The executive director of the Minnesota Police and Peace Officers Association is highly critical of Brooklyn Center's mayor following the police shooting death of Daunte Wright, calling the city’s leadership “completely ridiculous.”
Brian Peters, who at one time was a Brooklyn Center police commander, also blamed Wright’s conduct during the deadly police stop as a contributing factor to a series of events that led to his death.
“The decisions that this mayor is making is completely just nothing like I’ve ever seen,” Peters told Dave Lee on the WCCO Morning News.
Following Sunday’s shooting death, which have sparked three nights of oftentimes violent demonstrations at the Brooklyn Center police station, Mayor Mike Elliott fired long-time city manager Curt Boganey.
In the first city-held news conference following the shooting, Boganey said that the officer who shot Wright would get “due process.”
That officer, Kim Potter, has resigned from the police department, as has former chief Tim Gannon, who called the incident an “accidental discharge” because Potter seemingly believed she was using a taser instead of her firearm.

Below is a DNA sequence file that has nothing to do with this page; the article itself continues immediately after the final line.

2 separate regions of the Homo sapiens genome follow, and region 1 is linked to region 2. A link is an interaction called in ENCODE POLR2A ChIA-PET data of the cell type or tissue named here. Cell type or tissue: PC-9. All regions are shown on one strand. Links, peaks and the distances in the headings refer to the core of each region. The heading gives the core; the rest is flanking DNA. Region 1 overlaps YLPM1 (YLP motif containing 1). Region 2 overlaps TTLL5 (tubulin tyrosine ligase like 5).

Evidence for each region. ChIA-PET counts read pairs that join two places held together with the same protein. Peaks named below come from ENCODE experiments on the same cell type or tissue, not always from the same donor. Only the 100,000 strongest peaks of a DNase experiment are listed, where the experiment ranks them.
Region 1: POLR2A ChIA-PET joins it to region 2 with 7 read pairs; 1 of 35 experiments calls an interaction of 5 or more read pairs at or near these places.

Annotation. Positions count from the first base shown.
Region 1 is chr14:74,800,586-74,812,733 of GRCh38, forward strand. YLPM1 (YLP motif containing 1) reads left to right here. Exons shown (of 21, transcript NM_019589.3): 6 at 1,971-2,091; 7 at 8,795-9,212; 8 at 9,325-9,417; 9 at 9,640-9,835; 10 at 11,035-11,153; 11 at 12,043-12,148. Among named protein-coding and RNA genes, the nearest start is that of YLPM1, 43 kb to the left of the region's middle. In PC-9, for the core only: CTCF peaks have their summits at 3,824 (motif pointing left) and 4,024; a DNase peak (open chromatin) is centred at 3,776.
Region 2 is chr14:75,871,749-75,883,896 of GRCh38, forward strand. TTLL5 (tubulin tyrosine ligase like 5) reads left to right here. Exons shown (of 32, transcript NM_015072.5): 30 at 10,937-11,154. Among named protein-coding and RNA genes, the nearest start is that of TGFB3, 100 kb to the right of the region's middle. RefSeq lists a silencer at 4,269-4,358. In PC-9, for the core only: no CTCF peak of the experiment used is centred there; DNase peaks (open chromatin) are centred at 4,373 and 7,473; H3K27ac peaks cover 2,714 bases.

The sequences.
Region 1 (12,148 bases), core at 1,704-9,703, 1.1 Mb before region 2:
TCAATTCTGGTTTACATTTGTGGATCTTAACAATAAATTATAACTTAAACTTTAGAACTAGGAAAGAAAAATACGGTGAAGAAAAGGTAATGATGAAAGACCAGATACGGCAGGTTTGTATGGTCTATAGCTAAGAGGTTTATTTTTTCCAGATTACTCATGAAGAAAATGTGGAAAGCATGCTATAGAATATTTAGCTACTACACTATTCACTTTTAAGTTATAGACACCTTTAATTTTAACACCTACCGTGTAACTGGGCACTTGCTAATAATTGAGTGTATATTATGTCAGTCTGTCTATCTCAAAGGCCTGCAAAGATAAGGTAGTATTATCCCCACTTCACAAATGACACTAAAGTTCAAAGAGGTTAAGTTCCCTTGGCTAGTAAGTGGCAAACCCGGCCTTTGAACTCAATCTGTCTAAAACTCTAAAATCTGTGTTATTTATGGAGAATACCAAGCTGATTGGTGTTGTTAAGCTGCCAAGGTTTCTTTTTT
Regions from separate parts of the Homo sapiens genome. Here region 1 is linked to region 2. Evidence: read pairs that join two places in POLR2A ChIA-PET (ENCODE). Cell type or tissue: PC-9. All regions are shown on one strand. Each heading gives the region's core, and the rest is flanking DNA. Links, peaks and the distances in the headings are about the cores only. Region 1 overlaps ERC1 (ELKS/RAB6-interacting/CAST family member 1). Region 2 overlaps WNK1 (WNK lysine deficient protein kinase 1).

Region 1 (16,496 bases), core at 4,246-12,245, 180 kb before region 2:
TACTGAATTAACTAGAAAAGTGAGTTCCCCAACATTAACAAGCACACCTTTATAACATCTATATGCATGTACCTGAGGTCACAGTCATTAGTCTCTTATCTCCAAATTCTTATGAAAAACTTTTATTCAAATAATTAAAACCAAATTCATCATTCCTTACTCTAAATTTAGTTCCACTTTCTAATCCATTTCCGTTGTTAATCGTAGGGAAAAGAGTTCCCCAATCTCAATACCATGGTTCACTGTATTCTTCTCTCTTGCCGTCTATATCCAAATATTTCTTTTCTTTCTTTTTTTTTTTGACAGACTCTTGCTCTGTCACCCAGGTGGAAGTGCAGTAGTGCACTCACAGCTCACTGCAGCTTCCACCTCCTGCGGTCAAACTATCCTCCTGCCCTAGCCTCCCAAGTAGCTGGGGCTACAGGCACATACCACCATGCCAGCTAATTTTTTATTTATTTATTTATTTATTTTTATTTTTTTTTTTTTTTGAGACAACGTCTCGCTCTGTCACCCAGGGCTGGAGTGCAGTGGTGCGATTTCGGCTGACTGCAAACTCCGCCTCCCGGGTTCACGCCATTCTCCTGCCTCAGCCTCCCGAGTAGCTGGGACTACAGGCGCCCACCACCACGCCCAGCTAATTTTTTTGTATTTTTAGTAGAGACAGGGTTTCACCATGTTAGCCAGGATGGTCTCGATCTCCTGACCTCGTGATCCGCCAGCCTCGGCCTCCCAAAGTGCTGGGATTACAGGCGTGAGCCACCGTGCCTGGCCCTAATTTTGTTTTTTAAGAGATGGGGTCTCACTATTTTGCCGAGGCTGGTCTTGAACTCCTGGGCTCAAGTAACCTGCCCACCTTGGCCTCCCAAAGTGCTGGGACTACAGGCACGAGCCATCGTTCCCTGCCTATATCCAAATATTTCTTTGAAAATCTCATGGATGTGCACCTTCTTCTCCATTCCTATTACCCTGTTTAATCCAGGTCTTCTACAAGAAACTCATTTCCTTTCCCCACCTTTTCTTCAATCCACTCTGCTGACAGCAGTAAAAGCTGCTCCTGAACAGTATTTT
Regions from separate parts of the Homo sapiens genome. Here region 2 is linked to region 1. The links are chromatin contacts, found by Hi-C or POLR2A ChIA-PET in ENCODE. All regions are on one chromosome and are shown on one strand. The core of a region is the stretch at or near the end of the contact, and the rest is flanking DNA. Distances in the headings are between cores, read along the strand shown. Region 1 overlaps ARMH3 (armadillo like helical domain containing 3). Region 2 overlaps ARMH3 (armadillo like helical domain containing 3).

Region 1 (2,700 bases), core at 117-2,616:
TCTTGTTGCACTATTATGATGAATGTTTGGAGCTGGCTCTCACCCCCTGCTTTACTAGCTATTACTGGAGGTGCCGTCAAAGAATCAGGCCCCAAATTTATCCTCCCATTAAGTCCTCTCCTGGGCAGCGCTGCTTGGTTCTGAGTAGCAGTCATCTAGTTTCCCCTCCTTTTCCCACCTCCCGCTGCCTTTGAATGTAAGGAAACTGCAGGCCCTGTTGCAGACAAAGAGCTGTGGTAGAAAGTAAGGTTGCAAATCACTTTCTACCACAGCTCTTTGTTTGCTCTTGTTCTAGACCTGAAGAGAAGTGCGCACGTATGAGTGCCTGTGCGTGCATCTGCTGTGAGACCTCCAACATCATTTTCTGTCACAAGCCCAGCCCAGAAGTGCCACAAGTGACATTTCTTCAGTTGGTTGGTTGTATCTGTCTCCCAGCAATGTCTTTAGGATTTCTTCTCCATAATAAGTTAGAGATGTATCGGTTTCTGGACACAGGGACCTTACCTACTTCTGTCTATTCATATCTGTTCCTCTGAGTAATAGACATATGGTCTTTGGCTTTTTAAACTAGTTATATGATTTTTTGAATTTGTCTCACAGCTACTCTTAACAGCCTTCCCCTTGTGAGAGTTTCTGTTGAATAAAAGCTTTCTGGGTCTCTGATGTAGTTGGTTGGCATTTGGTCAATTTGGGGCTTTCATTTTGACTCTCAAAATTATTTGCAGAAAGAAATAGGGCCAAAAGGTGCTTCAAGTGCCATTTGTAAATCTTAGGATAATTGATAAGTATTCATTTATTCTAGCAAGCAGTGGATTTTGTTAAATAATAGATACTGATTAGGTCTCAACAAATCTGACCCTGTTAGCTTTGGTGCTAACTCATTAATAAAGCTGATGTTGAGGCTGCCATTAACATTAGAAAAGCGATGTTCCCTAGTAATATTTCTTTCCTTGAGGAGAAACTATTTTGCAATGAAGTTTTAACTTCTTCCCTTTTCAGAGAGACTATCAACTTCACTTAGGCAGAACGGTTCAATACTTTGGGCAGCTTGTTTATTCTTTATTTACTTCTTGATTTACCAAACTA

“This is way over his head,” said Peters. “Both Curt Bogany and Tim Gannon were political pawns in whatever game the current mayor is playing. If I were the mayor, I would not allow the political activists run the show.”
Peters claims Elliott invited community activists to that first media briefing.
“If you watch that press conference, you can see the community activists ran that press conference,” he said.
In the police body cam video released Monday, Potter can be heard shouting “taser, taser” when it appeared Wright tried to bolt from officers.
She was also heard expressing shock and surprise that she fired her firearm instead of a taser.
“This is going to be an unpopular statement… Daunte Wright, if he would have just complied, he was told was under arrest, they were arresting him on a warrant for weapons, he set off a chain of events that unfortunately led to his death,” Peters said.
“I’m not excusing it, but what we’re seeing in policing these days is that non-compliance by the public.”
Peters said relations between the public and police can always be improved, noting that trust is successfully built up over time by many officers in Minnesota.
“To cast a dark shadow over the majority of police officers in this state, I think, is unwarranted,” Peters said.